New Delhi, Feb 24 (UNI) Gujarat is the only state that has increased its cover of mangrove, the unique tropical forests, since 2003 when the last forest survey was carried out.
The biodiversity rich forests that grow on quiet shorelines and estuaries have been consistently destroyed all over the country due to human activities. Besides, a large part of the cover was wiped out by the tsunami of 2004 that hit the Andaman and Nicobar Islands.
Healthy mangrove forests are a key to a healthy marine ecology.
In fact mangrove forests fix more carbon dioxide per unit area than phytoplankton in tropical oceans.
The Forest Survey for 2005, released here says that the mangrove cover in Gujarat increased to 936 sq km in 2005 from 916 in 2003.
In all other states, the area under mangroves has either gone down or remained the same since 2003.
The survey shows that mangrove cover in the country is 4,445 sq km, which is 0.14 per cent of the country's total geographic area.
Andaman and Nicobar Islands lost the maximum area since 2003, mainly because of the 2004 tsunami. Their mangrove cover came down to 637 sq km in 2005 from 658 sq km in 2003.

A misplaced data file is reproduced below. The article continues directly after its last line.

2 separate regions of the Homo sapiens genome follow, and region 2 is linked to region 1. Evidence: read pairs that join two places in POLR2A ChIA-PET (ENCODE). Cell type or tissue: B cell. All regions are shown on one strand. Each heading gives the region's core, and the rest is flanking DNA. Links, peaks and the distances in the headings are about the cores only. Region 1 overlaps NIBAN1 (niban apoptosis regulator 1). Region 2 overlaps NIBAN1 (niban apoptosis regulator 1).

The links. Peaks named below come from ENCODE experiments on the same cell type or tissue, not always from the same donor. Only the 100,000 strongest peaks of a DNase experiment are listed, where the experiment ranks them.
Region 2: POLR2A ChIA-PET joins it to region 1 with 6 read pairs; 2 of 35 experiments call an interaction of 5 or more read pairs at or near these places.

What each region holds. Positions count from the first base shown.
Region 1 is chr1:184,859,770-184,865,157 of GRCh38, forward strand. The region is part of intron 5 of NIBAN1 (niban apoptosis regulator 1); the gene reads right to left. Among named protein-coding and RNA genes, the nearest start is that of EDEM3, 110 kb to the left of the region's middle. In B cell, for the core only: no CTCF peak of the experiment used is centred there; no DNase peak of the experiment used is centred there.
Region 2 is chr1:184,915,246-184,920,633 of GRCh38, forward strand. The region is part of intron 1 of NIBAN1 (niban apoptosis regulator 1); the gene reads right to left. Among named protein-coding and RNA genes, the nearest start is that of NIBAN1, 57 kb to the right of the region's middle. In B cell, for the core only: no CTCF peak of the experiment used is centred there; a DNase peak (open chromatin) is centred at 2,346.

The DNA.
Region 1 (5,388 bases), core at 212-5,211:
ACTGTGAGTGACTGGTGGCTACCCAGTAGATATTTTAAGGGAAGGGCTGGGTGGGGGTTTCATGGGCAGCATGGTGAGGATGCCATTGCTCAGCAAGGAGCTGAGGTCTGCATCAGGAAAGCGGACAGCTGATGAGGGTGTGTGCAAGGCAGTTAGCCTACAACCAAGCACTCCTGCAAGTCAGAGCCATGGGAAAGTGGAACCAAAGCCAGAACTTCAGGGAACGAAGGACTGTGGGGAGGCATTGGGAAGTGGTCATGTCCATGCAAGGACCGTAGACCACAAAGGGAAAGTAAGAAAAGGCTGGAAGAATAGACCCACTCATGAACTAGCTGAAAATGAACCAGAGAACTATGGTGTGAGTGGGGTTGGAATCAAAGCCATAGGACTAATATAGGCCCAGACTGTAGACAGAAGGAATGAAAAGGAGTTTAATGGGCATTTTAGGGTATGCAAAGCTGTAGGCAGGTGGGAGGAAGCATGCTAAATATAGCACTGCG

West Bengal lost marginally, with the mangrove cover coming to 2,118 in 2005 from 2,120 in 2003.
The survey says Gujarat has taken adequate protection measures and plantation to increase its cover.
Mangrove in the country accounts for about five per cent of the world's mangrove vegetation. Sunderbans in West Bengal accounts for a littel less than half of the total area under mangroves in India.
Mangroves are the most productive and biodiverse wetlands on the earth. These provide critical habitat for a divere marine and terrestrial flora and fauna.
They perform a number of vital ecologica functions in nutrient recycle, maintenance of hydrological regime, coastal protection and fish-fauna production, all of which are vital for the sustenance of human and animal life.
Mangroves are important economically too providing firewood, timber, fodder, fruits, medicines, honey etc.
Of late, mangroves have increased in importance owing to their protective role during the tsunami.
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